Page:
By John Hunter, founder of CuriousCat.com.
One of the criticisms against process improvement is that it requires stifling innovation. That is not accurate. Process improvement is meant to be continual. Building structure around how change is tested and adopted aids innovation, it doesn’t stifle it.
The justified criticism, I have seen, is against bad processes that make change difficult with rigid standards or requirements. It is true that Dr. Deming supported thoughtful process improvement with sensible procedures (for example, testing out changes on a small scale to validate the improvement prior to wide scale adoption of the new method). But process improvement in the Deming context must:
- be driven by those doing the work (decisions as close to the gemba, where the action is, as possible)
- support continual improvement – the process has to support improvement not make it difficult
- itself be continually improved
When people think that process improvement effort make innovation difficult they are making several errors. The most prevalent problem is equating efforts that use the terms of process improvement but do the opposite of what process improvement is about. They create a bureaucracy and rules that make change difficult. Ineffective improvement processes (or lack of the processes) can stifle innovation. The problem to address is using the practices poorly not that blaming the concepts for implementations use the terms but not the proper practices.
The other confusion is thinking that process improvement in a factory is going to involve the same things are process improvement in an R&D lab (or software startup, or micro-finance lender, or clothing designer, or hospital).
When looking to improve processes the goal is not to turn a software startup into a factory floor. When looking to improve the ability to more quickly consistently create and deliver software applications the need to to determine how to create processes that will encourage that.
There are a number of problems with creating new products or software that are very different from improving the creation of more products your customers are already using (or even slightly improving products that customers have been using). The process improvements you seek to achieve are based on the needs of that process. If the need of the process is to allow for innovative new products or services then the Deming message is to create and continually improve process that support that aim.
So for software development an example would be creating processes that allow you to creating working software quickly that can be put in users hands early. The practice deals effectively with the huge problem of long delayed software applications. The practice is a good strategy to avoid the problem of the software development process being so long that even if the users had wanted something close to what you wanted when you start by the time you finally deliver they don’t. The practice deals effectively with the problem of users failing to voice their desires properly. The practice deals effectively with problem of you failing to properly understand the users desires. The practice lets you build out the system based on user reactions once they have a working system (which is normally far superior to their projections based on an imagined new system).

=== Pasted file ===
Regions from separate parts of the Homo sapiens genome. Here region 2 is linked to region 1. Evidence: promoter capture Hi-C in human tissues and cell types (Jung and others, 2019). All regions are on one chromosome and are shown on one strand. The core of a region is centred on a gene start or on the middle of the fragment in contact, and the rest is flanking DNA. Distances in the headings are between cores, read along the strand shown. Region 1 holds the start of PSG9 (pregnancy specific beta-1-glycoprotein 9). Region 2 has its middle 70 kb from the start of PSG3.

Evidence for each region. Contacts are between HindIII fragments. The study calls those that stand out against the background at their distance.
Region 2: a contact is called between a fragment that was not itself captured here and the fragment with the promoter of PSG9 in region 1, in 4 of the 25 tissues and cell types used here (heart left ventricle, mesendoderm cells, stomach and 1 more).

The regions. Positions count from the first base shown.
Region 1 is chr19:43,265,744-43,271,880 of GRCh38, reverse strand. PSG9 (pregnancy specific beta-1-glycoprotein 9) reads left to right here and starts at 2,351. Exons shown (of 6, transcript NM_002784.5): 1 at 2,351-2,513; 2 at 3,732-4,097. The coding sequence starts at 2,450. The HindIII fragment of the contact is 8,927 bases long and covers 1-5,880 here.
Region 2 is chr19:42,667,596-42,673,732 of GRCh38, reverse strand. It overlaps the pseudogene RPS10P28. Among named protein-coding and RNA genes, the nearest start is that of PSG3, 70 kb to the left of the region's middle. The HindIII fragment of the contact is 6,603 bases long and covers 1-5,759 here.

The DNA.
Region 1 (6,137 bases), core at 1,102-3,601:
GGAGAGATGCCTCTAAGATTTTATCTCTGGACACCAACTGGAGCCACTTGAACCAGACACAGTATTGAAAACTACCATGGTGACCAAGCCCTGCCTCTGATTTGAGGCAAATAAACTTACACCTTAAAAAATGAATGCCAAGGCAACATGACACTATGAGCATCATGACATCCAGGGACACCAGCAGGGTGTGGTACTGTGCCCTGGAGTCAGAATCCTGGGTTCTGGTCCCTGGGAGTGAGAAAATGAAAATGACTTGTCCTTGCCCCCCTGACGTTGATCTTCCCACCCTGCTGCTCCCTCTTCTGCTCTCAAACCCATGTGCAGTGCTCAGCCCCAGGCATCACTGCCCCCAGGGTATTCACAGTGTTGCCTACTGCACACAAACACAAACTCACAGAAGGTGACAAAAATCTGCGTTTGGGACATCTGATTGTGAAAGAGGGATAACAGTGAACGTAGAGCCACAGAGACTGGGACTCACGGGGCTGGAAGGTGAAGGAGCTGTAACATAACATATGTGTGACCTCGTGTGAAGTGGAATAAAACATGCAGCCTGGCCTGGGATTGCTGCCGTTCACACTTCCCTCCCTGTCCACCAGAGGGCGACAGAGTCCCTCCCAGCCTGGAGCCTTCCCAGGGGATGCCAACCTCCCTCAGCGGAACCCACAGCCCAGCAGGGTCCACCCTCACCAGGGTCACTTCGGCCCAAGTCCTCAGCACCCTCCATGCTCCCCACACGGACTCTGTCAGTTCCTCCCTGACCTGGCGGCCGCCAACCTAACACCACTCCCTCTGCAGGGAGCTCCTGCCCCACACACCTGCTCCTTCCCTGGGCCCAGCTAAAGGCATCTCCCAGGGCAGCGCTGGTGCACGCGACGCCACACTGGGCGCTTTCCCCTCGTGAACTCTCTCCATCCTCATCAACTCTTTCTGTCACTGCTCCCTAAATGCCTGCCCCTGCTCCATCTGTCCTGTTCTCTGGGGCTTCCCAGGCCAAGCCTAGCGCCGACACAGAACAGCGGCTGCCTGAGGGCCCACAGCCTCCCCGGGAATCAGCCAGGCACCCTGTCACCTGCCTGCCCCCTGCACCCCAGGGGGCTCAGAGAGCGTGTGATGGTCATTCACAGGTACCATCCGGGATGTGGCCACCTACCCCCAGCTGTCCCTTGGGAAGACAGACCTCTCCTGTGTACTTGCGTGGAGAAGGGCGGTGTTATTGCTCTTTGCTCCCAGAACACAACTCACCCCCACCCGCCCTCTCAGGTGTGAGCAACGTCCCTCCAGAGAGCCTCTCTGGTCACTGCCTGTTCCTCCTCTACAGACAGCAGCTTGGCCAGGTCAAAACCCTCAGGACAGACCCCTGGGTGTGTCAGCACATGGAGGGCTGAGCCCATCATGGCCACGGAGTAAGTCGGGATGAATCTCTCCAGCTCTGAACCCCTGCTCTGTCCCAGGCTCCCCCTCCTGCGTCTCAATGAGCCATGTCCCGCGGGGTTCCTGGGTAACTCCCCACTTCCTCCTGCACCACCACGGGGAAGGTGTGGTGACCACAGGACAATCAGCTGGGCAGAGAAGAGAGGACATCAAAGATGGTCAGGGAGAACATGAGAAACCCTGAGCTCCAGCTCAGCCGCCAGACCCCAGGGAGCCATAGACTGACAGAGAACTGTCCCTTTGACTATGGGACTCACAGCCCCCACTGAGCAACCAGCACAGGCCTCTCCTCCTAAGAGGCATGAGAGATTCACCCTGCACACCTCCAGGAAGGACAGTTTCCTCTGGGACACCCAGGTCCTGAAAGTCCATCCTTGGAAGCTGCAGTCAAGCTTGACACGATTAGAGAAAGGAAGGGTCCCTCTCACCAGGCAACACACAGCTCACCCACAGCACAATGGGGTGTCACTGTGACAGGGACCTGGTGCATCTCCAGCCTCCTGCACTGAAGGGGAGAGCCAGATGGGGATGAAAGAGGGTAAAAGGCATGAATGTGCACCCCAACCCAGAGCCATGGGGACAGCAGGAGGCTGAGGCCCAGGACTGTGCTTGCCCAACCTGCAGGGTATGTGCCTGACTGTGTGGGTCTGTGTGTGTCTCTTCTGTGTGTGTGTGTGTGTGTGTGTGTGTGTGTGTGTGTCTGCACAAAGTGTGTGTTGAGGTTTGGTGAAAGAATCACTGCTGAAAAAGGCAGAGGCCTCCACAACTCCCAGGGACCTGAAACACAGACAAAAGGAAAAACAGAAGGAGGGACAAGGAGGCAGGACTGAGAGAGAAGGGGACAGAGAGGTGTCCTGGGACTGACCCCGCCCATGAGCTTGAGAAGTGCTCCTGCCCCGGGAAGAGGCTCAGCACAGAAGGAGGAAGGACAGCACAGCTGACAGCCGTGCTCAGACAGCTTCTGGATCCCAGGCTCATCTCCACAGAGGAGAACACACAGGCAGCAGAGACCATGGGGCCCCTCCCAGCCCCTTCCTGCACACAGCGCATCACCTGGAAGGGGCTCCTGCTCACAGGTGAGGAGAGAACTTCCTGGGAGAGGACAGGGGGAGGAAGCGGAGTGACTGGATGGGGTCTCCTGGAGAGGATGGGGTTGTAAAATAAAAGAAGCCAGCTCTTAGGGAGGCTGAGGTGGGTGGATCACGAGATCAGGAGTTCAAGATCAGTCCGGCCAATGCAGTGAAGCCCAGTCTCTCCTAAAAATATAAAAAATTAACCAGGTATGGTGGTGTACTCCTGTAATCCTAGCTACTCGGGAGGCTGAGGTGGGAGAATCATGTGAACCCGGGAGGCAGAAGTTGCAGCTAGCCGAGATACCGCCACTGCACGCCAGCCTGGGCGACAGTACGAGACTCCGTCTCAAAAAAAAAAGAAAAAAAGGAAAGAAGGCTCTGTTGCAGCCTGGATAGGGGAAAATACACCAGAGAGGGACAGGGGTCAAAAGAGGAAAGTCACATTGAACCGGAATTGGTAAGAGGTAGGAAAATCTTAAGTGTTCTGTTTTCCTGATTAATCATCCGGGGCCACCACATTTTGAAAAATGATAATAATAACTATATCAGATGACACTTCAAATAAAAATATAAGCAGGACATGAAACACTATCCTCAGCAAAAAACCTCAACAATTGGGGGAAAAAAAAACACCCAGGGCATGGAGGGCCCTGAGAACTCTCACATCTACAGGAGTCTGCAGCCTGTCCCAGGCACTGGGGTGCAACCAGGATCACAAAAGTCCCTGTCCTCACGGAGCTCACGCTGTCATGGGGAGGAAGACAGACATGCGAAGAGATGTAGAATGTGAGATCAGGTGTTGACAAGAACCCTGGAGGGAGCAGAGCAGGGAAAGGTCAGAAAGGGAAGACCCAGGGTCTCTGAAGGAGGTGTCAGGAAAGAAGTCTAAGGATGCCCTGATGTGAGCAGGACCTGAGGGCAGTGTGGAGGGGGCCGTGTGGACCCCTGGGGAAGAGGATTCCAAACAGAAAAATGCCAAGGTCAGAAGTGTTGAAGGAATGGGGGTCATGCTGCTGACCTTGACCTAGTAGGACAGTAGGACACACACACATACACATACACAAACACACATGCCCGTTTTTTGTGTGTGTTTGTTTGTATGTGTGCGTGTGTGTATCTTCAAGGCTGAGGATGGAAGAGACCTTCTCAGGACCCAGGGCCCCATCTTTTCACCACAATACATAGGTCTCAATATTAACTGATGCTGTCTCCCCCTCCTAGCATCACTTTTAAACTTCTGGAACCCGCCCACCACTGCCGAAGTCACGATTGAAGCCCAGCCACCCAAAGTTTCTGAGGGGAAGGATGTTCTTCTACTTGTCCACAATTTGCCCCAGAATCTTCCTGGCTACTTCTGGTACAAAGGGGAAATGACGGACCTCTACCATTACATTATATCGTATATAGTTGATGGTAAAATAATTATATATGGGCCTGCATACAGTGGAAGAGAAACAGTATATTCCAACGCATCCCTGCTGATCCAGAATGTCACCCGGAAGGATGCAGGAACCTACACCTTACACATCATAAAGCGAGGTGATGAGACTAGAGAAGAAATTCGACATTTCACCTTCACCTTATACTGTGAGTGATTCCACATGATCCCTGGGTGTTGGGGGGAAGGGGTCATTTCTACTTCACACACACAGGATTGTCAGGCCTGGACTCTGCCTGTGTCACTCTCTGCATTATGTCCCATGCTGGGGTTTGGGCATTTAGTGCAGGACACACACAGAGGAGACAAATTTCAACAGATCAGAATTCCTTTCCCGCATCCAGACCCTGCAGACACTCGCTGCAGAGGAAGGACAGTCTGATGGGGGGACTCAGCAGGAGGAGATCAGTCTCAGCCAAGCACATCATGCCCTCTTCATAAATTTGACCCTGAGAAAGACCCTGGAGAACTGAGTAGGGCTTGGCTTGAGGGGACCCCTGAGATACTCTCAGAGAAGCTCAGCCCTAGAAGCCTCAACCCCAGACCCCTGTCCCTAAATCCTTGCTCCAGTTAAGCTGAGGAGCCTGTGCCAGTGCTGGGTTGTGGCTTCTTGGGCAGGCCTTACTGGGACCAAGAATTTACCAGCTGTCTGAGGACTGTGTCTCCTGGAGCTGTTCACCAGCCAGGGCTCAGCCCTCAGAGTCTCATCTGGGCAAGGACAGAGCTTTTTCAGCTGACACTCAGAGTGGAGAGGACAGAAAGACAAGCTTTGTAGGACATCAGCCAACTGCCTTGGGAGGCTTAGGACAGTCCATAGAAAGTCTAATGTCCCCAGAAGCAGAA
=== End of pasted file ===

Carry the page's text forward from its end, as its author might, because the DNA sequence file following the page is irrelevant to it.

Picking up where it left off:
That thinking behind creating a system that allows that to happen requires creating process in your organization that support it. If you find processes that are making improvement difficult then those processes need to be examined and eliminated or improved, if sensible.
Occasionally, processes do make it more difficult to do some things that are desired but they provide more value than they cost. In this case we don’t want to optimize one part of the system at a larger cost to the overall system. Still we want to think creatively and try to find ways to achieve the benefits we are receiving while avoiding the costs we must pay. Making these decisions and finding creative solutions isn’t easy. This is where good management practices become critical.
It is easy for organizations to become mired in turf battles, people protecting themselves from risk (even if it hurts the organization), people blaming others for blocking progress, etc.. Good managers and executives dive into these problem areas and do the hard work to make the organization effective. Sadly, far too often, instead people find it easier to explain why things can’t be better, protect their turf and seek to cover themselves from any possible negative results.
Especially, early in moving to an evidence based management culture the process of requiring evidence will leave some complaining about “stifling innovation.” It is an effort to manage the culture change. Often there is not enough support provided early in efforts to adoption new thinking, practices and tools. And that lack of support creates a large increase in resistance. When people are not comfortable using a PDSA process it is often daunting and they will seek to avoid doing so. The correct way to deal with this is with support and assistance – not with threats and demands. Once they are comfortable they will realize it is not daunting and in fact makes improvement much easier and more effective.
It might be in your organization the process improvement process is a nightmare that doesn’t allow innovation. If that is the case the short term strategy may be to keep such process improvement efforts away from parts of the organization. But a great reward is waiting for those that instead get to work making the process improvement practices from Dr. Deming, lean manufacturing, agile software development etc. work in your organization.
Related: Process Improvement and Innovation – The Checklist by Atul Gawande – Quality and Innovation – Change is not Improvement